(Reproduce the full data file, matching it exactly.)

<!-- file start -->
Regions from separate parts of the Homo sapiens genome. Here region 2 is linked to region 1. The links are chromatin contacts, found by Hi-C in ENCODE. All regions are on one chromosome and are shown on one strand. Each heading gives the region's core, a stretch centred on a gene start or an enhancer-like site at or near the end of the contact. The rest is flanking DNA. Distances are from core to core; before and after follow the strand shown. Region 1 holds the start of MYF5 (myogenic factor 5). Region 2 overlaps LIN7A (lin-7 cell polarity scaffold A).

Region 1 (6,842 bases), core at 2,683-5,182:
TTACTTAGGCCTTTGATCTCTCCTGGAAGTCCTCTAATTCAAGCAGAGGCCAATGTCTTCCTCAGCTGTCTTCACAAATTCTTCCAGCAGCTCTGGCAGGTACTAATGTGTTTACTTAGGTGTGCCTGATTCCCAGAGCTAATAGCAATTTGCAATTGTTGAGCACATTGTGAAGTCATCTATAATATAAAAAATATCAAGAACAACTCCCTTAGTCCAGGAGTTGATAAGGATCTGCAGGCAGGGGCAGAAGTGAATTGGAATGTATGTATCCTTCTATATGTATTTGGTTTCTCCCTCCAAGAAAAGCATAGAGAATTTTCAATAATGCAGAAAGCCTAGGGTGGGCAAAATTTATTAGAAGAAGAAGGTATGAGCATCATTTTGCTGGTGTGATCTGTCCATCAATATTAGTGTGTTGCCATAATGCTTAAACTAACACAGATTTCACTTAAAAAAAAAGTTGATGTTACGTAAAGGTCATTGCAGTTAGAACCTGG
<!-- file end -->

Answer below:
Regions from separate parts of the Homo sapiens genome. Here region 2 is linked to region 1. The links are chromatin contacts, found by Hi-C in ENCODE. All regions are on one chromosome and are shown on one strand. Each heading gives the region's core, a stretch centred on a gene start or an enhancer-like site at or near the end of the contact. The rest is flanking DNA. Distances are from core to core; before and after follow the strand shown. Region 1 holds the start of MYF5 (myogenic factor 5). Region 2 overlaps LIN7A (lin-7 cell polarity scaffold A).

Region 1 (6,842 bases), core at 2,683-5,182:
TTACTTAGGCCTTTGATCTCTCCTGGAAGTCCTCTAATTCAAGCAGAGGCCAATGTCTTCCTCAGCTGTCTTCACAAATTCTTCCAGCAGCTCTGGCAGGTACTAATGTGTTTACTTAGGTGTGCCTGATTCCCAGAGCTAATAGCAATTTGCAATTGTTGAGCACATTGTGAAGTCATCTATAATATAAAAAATATCAAGAACAACTCCCTTAGTCCAGGAGTTGATAAGGATCTGCAGGCAGGGGCAGAAGTGAATTGGAATGTATGTATCCTTCTATATGTATTTGGTTTCTCCCTCCAAGAAAAGCATAGAGAATTTTCAATAATGCAGAAAGCCTAGGGTGGGCAAAATTTATTAGAAGAAGAAGGTATGAGCATCATTTTGCTGGTGTGATCTGTCCATCAATATTAGTGTGTTGCCATAATGCTTAAACTAACACAGATTTCACTTAAAAAAAAAGTTGATGTTACGTAAAGGTCATTGCAGTTAGAACCTGG